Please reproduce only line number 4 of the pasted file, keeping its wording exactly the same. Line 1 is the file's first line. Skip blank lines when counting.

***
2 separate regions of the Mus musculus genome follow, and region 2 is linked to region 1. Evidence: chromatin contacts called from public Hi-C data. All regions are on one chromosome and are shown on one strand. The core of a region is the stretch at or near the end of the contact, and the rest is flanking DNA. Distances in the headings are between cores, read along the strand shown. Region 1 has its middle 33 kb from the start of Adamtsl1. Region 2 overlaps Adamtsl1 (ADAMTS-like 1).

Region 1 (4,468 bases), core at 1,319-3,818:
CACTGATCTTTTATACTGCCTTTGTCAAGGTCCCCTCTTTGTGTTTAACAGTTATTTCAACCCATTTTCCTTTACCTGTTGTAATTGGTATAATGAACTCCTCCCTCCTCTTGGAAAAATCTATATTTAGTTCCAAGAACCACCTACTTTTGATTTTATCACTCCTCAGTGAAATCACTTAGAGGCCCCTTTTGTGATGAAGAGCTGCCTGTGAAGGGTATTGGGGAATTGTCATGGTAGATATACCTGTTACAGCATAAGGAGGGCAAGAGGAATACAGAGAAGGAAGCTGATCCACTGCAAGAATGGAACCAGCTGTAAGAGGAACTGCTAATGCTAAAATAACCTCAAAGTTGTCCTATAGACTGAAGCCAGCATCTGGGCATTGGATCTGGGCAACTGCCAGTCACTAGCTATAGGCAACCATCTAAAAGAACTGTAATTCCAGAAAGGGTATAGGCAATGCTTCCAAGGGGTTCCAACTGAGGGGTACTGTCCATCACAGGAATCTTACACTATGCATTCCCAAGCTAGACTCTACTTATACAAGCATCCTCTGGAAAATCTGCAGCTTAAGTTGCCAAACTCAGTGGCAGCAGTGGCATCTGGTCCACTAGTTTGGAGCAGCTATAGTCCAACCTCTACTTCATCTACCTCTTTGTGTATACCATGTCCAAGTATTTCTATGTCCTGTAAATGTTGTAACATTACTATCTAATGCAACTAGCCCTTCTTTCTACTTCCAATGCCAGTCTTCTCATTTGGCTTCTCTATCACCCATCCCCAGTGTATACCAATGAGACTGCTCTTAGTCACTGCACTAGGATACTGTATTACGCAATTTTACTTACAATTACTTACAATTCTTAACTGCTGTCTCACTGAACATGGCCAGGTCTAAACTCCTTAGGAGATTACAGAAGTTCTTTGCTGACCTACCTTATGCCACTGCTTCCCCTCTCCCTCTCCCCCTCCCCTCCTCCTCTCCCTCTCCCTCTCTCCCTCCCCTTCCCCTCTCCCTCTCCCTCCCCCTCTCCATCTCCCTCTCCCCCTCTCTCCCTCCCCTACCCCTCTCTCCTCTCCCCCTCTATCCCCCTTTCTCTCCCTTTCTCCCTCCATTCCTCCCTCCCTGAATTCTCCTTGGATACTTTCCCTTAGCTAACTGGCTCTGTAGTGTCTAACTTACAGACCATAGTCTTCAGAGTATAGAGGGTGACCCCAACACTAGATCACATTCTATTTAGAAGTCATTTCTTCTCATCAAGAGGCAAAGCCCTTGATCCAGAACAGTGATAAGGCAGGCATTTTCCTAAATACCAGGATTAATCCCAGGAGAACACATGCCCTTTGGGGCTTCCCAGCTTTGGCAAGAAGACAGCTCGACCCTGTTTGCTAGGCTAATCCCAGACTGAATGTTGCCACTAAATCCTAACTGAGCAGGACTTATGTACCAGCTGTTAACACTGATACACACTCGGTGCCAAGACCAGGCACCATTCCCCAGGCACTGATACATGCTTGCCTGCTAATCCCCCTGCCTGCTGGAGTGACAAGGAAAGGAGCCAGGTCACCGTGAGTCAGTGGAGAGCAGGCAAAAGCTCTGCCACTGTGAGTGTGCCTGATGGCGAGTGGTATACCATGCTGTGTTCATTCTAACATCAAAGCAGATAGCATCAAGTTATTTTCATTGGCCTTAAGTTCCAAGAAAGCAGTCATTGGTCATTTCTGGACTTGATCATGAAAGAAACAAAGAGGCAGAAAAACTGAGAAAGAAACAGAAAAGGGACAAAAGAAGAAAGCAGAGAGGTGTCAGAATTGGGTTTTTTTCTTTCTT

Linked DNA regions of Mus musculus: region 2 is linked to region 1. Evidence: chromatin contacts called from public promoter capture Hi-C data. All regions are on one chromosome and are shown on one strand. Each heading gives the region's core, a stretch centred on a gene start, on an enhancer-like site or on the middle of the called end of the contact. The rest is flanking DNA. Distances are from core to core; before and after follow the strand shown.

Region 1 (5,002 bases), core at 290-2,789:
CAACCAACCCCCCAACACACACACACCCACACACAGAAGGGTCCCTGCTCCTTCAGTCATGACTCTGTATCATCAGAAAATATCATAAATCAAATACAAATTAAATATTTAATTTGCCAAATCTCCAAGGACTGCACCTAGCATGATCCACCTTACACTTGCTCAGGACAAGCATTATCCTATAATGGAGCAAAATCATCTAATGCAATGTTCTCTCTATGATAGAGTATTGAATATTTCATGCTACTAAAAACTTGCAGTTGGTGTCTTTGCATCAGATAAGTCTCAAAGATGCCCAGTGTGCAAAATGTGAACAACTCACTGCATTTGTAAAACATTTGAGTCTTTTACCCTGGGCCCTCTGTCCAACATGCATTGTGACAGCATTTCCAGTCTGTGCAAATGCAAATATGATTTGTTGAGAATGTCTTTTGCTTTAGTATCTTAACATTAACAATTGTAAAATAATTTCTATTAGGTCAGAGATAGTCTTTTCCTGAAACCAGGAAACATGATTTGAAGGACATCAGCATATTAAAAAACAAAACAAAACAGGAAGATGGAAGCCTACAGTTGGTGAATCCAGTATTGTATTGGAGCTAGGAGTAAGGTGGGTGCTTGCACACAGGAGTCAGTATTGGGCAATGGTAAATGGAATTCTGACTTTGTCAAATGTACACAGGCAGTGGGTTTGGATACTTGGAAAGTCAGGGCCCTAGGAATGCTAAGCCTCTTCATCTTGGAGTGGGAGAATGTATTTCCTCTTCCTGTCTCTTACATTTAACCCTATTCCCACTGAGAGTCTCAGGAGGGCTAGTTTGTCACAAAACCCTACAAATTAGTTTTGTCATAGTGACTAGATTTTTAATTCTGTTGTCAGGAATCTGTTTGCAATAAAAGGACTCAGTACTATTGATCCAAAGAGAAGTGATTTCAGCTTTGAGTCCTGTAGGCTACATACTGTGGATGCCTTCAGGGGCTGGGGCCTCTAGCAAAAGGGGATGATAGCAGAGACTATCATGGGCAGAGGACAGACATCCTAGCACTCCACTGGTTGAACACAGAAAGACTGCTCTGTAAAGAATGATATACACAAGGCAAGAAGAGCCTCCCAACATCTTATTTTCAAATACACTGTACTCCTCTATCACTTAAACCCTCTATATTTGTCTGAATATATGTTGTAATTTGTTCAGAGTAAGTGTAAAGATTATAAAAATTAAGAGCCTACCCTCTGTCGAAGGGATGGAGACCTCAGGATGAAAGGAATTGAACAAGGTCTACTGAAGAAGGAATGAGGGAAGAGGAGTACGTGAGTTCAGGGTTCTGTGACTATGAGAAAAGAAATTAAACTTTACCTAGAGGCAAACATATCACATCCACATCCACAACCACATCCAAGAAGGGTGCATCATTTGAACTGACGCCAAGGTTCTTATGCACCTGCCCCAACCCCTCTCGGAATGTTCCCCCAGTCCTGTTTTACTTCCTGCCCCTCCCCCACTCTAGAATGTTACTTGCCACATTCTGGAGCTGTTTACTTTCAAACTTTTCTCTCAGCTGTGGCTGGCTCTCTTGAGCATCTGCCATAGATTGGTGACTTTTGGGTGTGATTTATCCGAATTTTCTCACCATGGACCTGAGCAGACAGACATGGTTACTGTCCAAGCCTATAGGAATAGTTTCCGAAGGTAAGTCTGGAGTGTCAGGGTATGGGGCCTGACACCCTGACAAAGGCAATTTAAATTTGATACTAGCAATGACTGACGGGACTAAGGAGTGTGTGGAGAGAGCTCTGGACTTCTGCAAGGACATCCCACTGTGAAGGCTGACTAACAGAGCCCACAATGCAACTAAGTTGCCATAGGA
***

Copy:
Linked DNA regions of Mus musculus: region 2 is linked to region 1. Evidence: chromatin contacts called from public promoter capture Hi-C data. All regions are on one chromosome and are shown on one strand. Each heading gives the region's core, a stretch centred on a gene start, on an enhancer-like site or on the middle of the called end of the contact. The rest is flanking DNA. Distances are from core to core; before and after follow the strand shown.